Walter Fredrick LaFeber (August 30, 1933 – March 9, 2021) was an American academic who served as the Andrew H. and James S. Tisch Distinguished University Professor in the Department of History at Cornell University. Previous to that he served as the Marie Underhill Noll Professor of History and a Stephen H. Weiss Presidential Fellow at Cornell.
LaFeber was one of the United States’ most distinguished scholars of the history of U.S. foreign policy, and a leading member of the “Wisconsin School” of American diplomatic history. He was known for providing widely read revisionist histories of the Cold War with views like William Appleman Williams but more subtle; the label “moderate revisionist” has been applied to him.
LaFeber’s teaching abilities led to his longstanding undergraduate “History of American Foreign Relations” class at Cornell gaining a reputation as one of the university’s best and most popular courses. A number of his students went on to prominent positions in the U.S. government and academia. In 2006 LaFeber gave a farewell lecture before nearly 3,000 colleagues and former students at the Beacon Theatre in New York City.
LaFeber retired in 2006 after 46 years on the Cornell faculty. His farewell lecture on April 25, 2006, billed as “A Special Evening With Cornell’s Walter LaFeber: A Half-Century of Friends, Foreign Policy, and Great Losers” was given to a nearly 3,000-person, capacity gathering of former students, Cornell alumni, and colleagues at the Beacon Theatre in New York City. (The event had been moved from the originally scheduled American Museum of Natural History venue due to overwhelming demand for tickets.) The lecture, which was centered in part around the origins and implications of Wilsonianism, was in his style delivered without notes and once again met with a standing ovation. Hunter Rawlings, the president of Cornell, noted that the event evinced an “intellectual passion, a group catharsis of the first order,” not by any manifestation of popular culture or the information age, but by nothing more than “a lecture on diplomatic history”.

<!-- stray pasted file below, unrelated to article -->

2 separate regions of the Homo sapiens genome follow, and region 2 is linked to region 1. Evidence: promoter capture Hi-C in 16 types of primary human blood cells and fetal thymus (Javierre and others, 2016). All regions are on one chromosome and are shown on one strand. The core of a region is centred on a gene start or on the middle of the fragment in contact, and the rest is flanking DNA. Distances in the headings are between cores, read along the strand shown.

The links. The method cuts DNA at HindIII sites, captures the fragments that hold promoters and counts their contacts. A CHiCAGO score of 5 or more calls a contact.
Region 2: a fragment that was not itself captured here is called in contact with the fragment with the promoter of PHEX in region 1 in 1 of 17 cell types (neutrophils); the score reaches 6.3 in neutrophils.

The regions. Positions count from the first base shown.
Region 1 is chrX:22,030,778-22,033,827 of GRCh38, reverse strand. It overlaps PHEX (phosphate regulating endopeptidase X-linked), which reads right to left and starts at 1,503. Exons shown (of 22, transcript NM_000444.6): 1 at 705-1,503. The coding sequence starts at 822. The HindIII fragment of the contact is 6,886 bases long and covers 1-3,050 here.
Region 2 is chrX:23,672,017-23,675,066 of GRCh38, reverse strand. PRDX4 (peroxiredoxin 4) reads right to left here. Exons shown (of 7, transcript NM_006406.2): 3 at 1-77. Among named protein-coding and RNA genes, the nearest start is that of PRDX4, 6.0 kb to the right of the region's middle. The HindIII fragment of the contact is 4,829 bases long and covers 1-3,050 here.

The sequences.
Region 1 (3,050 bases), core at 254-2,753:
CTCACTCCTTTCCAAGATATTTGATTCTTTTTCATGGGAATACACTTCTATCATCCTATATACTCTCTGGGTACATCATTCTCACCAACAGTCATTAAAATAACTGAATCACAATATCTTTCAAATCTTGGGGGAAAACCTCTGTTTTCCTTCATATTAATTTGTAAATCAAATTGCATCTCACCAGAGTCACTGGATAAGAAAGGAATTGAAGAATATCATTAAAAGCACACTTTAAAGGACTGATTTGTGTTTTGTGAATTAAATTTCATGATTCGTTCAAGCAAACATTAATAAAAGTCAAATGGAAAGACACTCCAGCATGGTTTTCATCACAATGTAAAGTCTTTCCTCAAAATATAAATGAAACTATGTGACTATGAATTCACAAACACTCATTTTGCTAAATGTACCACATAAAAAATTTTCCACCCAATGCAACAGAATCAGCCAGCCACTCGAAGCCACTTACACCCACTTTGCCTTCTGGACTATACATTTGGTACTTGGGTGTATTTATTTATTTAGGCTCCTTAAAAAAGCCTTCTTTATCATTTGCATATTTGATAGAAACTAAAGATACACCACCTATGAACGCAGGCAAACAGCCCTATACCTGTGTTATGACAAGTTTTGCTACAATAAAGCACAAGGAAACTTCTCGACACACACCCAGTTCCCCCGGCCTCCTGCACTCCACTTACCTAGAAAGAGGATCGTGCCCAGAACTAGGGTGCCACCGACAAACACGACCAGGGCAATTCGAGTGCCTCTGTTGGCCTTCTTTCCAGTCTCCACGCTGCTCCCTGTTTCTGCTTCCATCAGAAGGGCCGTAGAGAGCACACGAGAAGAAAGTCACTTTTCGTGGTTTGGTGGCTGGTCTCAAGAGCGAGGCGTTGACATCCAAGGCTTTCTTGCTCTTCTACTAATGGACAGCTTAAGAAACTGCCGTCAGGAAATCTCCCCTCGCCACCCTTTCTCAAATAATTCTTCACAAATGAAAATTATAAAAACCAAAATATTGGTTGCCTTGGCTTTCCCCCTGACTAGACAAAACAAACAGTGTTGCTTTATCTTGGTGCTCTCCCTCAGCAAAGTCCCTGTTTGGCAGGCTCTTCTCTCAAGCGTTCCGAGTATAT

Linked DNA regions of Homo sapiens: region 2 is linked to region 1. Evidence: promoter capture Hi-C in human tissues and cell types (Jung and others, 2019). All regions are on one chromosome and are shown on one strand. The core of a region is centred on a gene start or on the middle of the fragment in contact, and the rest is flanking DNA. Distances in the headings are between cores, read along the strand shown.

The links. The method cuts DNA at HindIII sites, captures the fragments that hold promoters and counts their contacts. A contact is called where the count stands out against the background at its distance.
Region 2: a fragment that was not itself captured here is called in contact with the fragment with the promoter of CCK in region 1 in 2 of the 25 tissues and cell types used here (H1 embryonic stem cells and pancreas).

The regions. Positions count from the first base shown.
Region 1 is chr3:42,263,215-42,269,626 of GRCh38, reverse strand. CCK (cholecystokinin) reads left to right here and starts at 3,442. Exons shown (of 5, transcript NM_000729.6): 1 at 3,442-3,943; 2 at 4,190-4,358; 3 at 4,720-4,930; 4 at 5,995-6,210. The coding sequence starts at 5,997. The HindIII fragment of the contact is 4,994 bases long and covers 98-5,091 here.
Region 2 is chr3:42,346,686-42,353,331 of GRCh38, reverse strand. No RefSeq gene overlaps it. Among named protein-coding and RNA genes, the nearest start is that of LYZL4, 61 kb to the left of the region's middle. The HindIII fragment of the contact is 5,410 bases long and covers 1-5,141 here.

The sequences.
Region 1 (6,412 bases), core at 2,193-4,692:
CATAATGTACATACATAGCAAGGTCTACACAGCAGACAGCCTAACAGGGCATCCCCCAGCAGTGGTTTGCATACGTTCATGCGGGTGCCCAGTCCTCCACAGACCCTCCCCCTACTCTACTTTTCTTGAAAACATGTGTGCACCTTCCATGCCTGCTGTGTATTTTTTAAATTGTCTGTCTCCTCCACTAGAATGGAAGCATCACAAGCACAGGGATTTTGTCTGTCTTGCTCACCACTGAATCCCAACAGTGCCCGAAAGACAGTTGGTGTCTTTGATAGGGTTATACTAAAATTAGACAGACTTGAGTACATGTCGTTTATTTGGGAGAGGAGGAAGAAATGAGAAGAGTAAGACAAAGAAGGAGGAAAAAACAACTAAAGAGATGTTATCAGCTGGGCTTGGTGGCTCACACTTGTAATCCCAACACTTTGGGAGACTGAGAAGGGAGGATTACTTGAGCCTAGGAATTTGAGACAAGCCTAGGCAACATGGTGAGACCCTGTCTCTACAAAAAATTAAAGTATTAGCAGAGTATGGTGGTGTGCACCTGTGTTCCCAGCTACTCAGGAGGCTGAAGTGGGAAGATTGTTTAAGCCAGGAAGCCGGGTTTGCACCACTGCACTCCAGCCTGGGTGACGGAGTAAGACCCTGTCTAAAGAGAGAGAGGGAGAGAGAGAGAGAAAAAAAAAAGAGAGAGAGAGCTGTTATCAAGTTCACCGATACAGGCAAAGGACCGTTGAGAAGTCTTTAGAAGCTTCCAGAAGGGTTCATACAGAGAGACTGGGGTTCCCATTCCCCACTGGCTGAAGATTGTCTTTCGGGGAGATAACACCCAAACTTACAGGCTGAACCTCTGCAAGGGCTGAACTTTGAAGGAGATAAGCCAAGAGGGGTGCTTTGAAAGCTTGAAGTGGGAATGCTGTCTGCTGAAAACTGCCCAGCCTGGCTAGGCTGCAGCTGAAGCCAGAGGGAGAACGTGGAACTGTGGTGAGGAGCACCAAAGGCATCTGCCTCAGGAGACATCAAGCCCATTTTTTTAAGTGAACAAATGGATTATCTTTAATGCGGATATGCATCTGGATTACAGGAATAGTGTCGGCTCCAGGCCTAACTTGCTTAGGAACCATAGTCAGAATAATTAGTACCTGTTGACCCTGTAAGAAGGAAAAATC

In 2013, LaFeber was given an American Historical Association’s 2013 Award for Scholarly Distinction, a lifetime achievement award for what the association said was for being “one of the scholars who re-invented the study of American foreign relations in the 1960s: not only transforming many specific debates, but lastingly changing our sense of what this field could be. … An exceptionally visible and valuable public intellectual, Professor LaFeber has managed to reach broad audiences without sacrificing academic rigor.”
The influence of LaFeber was again a topic in 2016 at Zankel Hall in New York City, when he and several prominent students discussed the influence of Cornell on American diplomacy.
LaFeber died on March 9, 2021, at an assisted living facility in Ithaca, New York. He was 87.
Later that month, Cornell created the Walter F. LaFeber Professor seat, based on a gift from Andrew H. Tisch (who had audited LaFeber’s course as an undergraduate in 1970–71). Thomas B. Pepinsky was named the inaugural holder of the professorship. – Available under the Creative Commons Attribution-ShareAlike License from Wikipedia.